Nuro obtained a DMV permit to test a delivery vehicle without a driver in the San Francisco Bay Area | Instant News

The California Department of Motor Vehicles (DMV) today issued a Nuro authorization permit to test the delivery of vehicles without drivers on public roads in a portion of the San Francisco Bay Area. This follows the U.S. National Highway Traffic Safety Administration (NHS) decision. in February to give a company exemption of autonomous vehicles, which allows Nuro to drive R2 vehicles on the road without certain equipment needed for passenger vehicles. Perhaps more importantly, it happens when a vehicle without a driver is present proposed as a solution for supply chain strains caused by COVID-19.

While Nuro previously had the authority of the state of California to test autonomous vehicles on the road with driver safety, this new permit from DMV allows startups to test two light-duty delivery vehicles without the driver behind the wheel in nine cities in Santa Clara and San Mateo:

  • Atherton
  • East Palo Alto
  • Los Altos
  • Los Altos Hills
  • Menlo Park
  • Mountain View
  • Palo Alto
  • Sunnyvale
  • Woodside

Vehicles can only go up to 25 miles per hour and must operate in fair weather conditions on the road with a speed limit of no more than 35 miles per hour, according to the DMV.

“With current protection orders in place, and our top priority to safeguarding the safety of our own workforce, we will be actively involved in logistics planning for public road testing days to begin,” Nuro David Estrada’s head of law and policy wrote in a post the blog. “Our first plan is to do free shipping to certain customers in Mountain View and the surrounding area. This will allow us to launch formal shipping services in partnership with local brands and retailers. The next step in the California regulatory process is to apply for a full state-wide commercial distribution license to bring our services to California residents throughout the state. “

Nuro is the second company to receive a driver’s license in the state after Alphabet’s Waymo. The DMV approved regulations that allow light autonomous shipping vehicles weighing less than 10,001 pounds on December 16, 2019.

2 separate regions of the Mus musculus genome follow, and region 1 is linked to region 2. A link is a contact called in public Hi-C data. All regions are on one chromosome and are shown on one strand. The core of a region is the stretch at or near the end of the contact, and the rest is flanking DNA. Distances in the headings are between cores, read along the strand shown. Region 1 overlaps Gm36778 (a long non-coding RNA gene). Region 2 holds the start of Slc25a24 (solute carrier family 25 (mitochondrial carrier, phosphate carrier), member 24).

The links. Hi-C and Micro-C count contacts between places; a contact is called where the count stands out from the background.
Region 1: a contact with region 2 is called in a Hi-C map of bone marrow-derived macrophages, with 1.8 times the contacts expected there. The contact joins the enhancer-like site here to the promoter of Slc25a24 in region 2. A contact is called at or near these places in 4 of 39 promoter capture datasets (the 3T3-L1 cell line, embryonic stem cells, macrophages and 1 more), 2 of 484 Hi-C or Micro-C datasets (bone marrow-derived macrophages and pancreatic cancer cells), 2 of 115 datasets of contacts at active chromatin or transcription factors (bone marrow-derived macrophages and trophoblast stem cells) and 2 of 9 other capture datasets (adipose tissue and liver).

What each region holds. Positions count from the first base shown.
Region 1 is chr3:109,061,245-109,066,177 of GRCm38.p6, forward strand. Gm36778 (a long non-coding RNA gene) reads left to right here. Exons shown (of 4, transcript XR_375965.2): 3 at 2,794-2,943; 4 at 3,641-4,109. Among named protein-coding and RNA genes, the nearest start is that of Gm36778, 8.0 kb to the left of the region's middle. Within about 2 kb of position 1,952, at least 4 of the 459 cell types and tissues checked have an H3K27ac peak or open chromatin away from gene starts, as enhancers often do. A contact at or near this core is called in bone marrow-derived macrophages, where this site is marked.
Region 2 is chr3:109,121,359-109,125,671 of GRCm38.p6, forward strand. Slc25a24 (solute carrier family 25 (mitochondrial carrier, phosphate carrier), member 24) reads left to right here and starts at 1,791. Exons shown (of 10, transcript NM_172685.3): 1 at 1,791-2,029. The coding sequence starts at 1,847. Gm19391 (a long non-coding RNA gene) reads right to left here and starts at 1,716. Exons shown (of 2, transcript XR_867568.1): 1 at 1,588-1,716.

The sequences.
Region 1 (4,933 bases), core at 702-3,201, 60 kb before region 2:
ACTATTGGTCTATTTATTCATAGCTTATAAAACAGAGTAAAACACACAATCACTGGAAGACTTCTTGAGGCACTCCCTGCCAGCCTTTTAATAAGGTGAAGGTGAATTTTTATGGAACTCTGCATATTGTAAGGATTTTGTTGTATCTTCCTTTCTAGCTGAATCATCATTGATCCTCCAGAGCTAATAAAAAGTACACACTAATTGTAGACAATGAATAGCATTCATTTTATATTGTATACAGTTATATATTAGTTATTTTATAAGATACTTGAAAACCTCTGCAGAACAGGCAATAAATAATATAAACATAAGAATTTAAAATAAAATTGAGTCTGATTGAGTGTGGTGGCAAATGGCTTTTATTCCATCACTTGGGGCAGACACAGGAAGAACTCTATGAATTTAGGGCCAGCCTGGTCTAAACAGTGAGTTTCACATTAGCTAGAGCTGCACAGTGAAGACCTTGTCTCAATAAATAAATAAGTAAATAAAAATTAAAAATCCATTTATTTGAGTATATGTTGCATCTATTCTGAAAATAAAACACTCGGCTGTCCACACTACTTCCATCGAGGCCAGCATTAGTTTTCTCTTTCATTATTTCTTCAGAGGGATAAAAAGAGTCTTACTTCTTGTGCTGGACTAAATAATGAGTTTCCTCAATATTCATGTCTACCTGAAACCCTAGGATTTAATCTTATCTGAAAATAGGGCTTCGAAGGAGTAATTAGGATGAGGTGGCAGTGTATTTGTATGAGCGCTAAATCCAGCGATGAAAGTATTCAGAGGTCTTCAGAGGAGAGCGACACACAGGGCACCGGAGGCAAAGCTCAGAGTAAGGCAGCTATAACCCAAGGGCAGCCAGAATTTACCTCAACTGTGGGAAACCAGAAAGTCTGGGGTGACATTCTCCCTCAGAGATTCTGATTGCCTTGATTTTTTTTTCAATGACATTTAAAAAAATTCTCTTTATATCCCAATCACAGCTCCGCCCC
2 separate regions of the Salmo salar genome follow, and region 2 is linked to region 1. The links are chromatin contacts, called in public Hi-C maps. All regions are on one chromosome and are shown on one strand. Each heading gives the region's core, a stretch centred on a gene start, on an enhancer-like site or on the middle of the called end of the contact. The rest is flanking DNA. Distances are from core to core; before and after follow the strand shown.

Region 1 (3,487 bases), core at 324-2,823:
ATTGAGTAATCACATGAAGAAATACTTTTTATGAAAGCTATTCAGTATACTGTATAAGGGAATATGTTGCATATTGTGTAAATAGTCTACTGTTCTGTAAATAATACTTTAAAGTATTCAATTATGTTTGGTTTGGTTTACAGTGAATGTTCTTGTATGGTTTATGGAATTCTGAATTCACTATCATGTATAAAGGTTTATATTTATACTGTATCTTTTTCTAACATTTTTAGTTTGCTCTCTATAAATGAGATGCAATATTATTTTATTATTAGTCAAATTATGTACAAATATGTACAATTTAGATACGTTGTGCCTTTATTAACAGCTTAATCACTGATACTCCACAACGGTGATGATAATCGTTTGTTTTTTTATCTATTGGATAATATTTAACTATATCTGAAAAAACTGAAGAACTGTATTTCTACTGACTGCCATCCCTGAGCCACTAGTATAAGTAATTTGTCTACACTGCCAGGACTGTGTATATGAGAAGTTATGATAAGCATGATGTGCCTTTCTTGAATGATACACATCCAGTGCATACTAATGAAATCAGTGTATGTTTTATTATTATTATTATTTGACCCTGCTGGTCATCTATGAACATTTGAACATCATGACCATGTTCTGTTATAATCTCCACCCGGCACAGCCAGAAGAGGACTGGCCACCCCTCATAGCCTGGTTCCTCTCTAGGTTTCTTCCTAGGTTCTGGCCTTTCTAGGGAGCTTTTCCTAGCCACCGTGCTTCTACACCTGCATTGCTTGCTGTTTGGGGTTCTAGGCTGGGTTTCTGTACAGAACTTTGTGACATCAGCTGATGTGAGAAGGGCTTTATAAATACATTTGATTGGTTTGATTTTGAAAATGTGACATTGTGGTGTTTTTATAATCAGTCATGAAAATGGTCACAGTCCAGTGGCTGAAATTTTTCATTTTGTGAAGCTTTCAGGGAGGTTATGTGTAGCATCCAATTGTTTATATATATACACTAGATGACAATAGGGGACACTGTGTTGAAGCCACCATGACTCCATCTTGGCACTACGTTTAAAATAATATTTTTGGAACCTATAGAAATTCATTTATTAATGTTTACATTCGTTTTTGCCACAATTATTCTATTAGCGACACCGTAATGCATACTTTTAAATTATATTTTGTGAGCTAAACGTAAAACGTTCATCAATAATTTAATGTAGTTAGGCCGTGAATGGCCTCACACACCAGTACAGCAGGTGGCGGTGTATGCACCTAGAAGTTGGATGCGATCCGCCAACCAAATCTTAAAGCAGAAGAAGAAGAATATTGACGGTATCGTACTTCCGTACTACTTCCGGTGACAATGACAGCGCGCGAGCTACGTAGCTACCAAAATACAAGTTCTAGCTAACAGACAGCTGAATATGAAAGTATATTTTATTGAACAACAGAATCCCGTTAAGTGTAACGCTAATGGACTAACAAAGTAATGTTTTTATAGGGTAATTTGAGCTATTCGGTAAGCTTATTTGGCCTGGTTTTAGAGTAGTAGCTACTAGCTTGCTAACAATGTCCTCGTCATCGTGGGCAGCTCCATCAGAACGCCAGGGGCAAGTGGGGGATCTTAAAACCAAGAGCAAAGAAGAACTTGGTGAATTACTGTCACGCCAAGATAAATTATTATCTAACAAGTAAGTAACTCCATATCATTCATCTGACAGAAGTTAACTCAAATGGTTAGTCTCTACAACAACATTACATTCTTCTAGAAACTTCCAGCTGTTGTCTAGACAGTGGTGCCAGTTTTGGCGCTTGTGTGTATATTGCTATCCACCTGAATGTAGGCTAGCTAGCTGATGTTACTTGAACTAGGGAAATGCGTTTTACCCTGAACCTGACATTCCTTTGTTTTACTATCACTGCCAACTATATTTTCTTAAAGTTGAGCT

R2 Nuro, which was designed and assembled in the US in partnership with Michigan-based Roush Enterprises, features a smooth, rounded cabin with contours where rear-view mirrors can be placed to create space for cyclists and other “vulnerable” road users. The front end that protects pedestrians absorbs energy and can collapse inside, thanks in part to a redesigned door that provides more headroom and clearer access to the inside compartment. And the sensor array enables it to maintain a 360 degree street view at all times using a combination of thermal imaging cameras, RGB cameras, radars, short distance and ultrasonic, lidar sensors.

The large exterior screen allows customers to unlock and interact with various vehicle storage compartments. Speaking of the compartments, they are 22.38 cubic feet in size and they have temperature controls to keep perishable items, including food or food items, fresh. Under the hood, R2 has a 31kWh battery, excessive braking and control systems, automotive lighting and signals, and a sound generator for pedestrian safety. That all contributes to the weight of 1,150 kg (2.5 tons), as does the load, which can range up to 190kg (418 pounds).

Nuro was founded in 2016 by Dave Ferguson and Jiajun Zhu, both veterans of the secret Google self-driving car project which eventually turned out to be Waymo. The company, based in Mountain View, California, has about 400 employees and 100 contract workers and has so far deployed more than 75 delivery vehicles – a combination of Prius and R2 that can be driven alone.

For the better part of a year, the Prius Nuro fleet of vehicles in Houston, Texas has been shipping customers from partners including Kroger.

Nuro occupies an industry full of well-funded startups like Marble, Starship Technology, BoxBot, Dispatch, and Robby Technologies, to name just a few. Not to mention companies like Robomart, which announced plans to test the grocery store without a driver on wheels; Udelv, who partnered with Farmstead in the Bay Area to transport durable goods to the customer’s doorstep; Amazon, which just debuted Scoutautonomous shipping robot; and FedEx.

But Nuro has different advantages from significant venture capital support from Softbank. The Japanese parent conglomerate announced earlier this year that it had invested almost $ 1 billion – $ 940 million – in Nuro through its Vision Fund, valuing the company around $ 2.7 billion.

“The mission of the founder of Nuro, to accelerate the benefits of robotics for everyday life, has never felt more real to us than is happening today,” continued Estrada. “[T]The Pandemic COVID-19 has accelerated the public’s need for contactless delivery services. Our R2 fleet is specifically designed to change the nature of driving, and movement of goods, by allowing people to stay safe at home while their food, medicines and packages are brought to them.

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